by: Sharon Sandow, Director of Government Relations
I admit, I’m not a blogger. But I thought that I’d venture into unknown territory to share my experience today as an attendee at Mayor Garcetti’s Resilience Workshop. Sounds fancy, right? But here’s what it was all about and why I thought it was important to write about.
I’ve lived here my whole life, have been with the Red Cross for three years, and have been involved in local and state government for many more, but this was the first workshop of its kind where we came together as a community to talk about resilience.
In December 2013, The Rockefeller Foundation announced the selection of the City of Los Angeles to participate in the Foundation’s 100 Resilient Cities Centennial Challenge; seeking to support 100 cities that are ready to build resilience to the social, economic, and physical challenges that cities are increasingly facing in the 21st century. As a member of 100 Resilient Cities, Los Angeles has a distinct and important opportunity to strengthen its commitment and Mayor Garcetti hosted a panel today to discuss Community Resilience in Los Angeles and engage local partners.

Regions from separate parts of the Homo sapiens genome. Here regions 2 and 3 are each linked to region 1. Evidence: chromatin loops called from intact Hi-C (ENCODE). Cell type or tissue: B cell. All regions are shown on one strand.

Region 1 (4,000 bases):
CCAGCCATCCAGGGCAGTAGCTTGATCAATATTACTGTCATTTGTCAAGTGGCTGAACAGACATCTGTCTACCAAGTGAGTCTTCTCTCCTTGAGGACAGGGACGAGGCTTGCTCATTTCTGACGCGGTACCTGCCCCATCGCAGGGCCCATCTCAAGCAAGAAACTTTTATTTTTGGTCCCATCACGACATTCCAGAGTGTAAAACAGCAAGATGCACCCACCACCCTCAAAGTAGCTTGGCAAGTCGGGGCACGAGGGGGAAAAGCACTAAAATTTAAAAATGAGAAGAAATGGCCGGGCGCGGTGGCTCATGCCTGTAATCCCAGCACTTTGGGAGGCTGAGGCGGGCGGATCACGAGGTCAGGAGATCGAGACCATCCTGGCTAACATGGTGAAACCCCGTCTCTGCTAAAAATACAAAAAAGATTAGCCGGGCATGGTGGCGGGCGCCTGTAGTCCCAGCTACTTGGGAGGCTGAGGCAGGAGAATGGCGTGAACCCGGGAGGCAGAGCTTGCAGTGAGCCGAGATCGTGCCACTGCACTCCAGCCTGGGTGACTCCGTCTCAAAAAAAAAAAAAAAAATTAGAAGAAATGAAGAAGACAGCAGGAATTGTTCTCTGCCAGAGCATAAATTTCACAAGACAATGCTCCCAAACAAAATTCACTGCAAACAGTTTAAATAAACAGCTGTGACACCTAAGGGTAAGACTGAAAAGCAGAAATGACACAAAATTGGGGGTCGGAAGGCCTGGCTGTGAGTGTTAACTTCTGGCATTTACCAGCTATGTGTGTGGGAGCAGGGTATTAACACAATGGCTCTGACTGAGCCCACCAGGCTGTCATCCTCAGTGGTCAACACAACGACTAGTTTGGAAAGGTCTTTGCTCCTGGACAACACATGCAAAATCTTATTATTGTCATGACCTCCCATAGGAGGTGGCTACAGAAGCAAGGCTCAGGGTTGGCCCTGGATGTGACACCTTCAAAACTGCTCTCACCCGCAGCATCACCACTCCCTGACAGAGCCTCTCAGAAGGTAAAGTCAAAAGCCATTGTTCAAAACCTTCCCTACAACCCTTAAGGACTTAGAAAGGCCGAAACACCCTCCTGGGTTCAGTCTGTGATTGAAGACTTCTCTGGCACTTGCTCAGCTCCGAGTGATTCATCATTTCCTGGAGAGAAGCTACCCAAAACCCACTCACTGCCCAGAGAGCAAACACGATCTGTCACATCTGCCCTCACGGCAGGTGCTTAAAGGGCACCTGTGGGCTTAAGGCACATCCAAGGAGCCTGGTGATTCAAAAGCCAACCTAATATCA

Our Los Angeles Region Red Cross CEO Jarrett Barrios joined a panel of experts, including people from LA City Emergency Management and even from the Israel Trauma Coalition. Jarrett spoke about individual and community preparedness, vulnerable communities, and how to create a more resilient Los Angeles. He cited the importance of forming partnerships, with the business community as well as residents of the city, as one critical step to forming more resilient communities. By emphasizing planning, partnerships, and capabilities development that improve preparedness and resilience, we may be able to mitigate some of the effects and costs of a disaster that might hit the L.A. Region.
The word resilient is a great word; meaning hardy, strong, robust, spirited and quick to recover … but we can only be resilient in the face of disaster with the cooperation, encouragement and commitment to preparedness, first. Getting businesses talking to other businesses and to their employees, getting neighbors talking to neighbors, getting city governments to work together. Only through cooperation and conversation will we land in a place where our cities and communities can truly be called resilient.
That is what I learned today.